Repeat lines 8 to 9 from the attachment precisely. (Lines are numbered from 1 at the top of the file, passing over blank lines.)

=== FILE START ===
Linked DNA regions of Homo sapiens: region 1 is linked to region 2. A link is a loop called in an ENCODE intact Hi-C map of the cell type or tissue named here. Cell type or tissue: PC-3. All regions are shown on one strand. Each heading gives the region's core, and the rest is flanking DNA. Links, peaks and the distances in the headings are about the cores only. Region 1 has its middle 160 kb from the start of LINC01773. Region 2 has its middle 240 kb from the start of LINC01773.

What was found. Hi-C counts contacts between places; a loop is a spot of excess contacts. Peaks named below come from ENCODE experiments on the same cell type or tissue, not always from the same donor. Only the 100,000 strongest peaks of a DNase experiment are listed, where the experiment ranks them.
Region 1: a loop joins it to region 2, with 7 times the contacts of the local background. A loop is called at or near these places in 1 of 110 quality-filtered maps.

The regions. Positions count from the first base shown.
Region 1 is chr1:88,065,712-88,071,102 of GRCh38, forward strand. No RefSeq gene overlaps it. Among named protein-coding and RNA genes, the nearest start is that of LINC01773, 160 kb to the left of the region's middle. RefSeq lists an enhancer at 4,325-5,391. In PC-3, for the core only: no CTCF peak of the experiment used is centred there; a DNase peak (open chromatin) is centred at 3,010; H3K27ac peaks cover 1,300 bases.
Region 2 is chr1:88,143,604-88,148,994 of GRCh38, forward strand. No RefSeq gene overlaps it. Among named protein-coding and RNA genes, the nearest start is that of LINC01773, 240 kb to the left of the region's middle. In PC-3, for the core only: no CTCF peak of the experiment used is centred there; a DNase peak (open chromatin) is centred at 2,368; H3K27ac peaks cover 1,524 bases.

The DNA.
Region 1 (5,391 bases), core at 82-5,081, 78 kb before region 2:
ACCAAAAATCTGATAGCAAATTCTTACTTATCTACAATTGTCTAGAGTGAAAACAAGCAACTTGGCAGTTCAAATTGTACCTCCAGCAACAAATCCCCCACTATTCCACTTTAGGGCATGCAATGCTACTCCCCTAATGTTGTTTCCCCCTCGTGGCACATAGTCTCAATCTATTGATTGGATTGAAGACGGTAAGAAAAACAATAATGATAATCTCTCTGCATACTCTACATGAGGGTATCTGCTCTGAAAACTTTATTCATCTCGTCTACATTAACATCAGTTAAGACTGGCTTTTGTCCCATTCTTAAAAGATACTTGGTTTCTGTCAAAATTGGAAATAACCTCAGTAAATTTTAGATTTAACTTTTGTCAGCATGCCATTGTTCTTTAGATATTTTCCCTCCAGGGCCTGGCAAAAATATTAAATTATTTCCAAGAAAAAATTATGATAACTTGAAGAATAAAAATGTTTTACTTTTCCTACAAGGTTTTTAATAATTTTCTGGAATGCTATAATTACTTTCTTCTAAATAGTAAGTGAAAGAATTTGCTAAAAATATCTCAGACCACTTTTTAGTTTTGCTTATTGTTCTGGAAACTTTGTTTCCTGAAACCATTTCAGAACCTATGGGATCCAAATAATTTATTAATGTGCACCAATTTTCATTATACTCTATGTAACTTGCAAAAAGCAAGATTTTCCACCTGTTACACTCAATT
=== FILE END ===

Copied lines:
Region 1 (5,391 bases), core at 82-5,081, 78 kb before region 2:
ACCAAAAATCTGATAGCAAATTCTTACTTATCTACAATTGTCTAGAGTGAAAACAAGCAACTTGGCAGTTCAAATTGTACCTCCAGCAACAAATCCCCCACTATTCCACTTTAGGGCATGCAATGCTACTCCCCTAATGTTGTTTCCCCCTCGTGGCACATAGTCTCAATCTATTGATTGGATTGAAGACGGTAAGAAAAACAATAATGATAATCTCTCTGCATACTCTACATGAGGGTATCTGCTCTGAAAACTTTATTCATCTCGTCTACATTAACATCAGTTAAGACTGGCTTTTGTCCCATTCTTAAAAGATACTTGGTTTCTGTCAAAATTGGAAATAACCTCAGTAAATTTTAGATTTAACTTTTGTCAGCATGCCATTGTTCTTTAGATATTTTCCCTCCAGGGCCTGGCAAAAATATTAAATTATTTCCAAGAAAAAATTATGATAACTTGAAGAATAAAAATGTTTTACTTTTCCTACAAGGTTTTTAATAATTTTCTGGAATGCTATAATTACTTTCTTCTAAATAGTAAGTGAAAGAATTTGCTAAAAATATCTCAGACCACTTTTTAGTTTTGCTTATTGTTCTGGAAACTTTGTTTCCTGAAACCATTTCAGAACCTATGGGATCCAAATAATTTATTAATGTGCACCAATTTTCATTATACTCTATGTAACTTGCAAAAAGCAAGATTTTCCACCTGTTACACTCAATT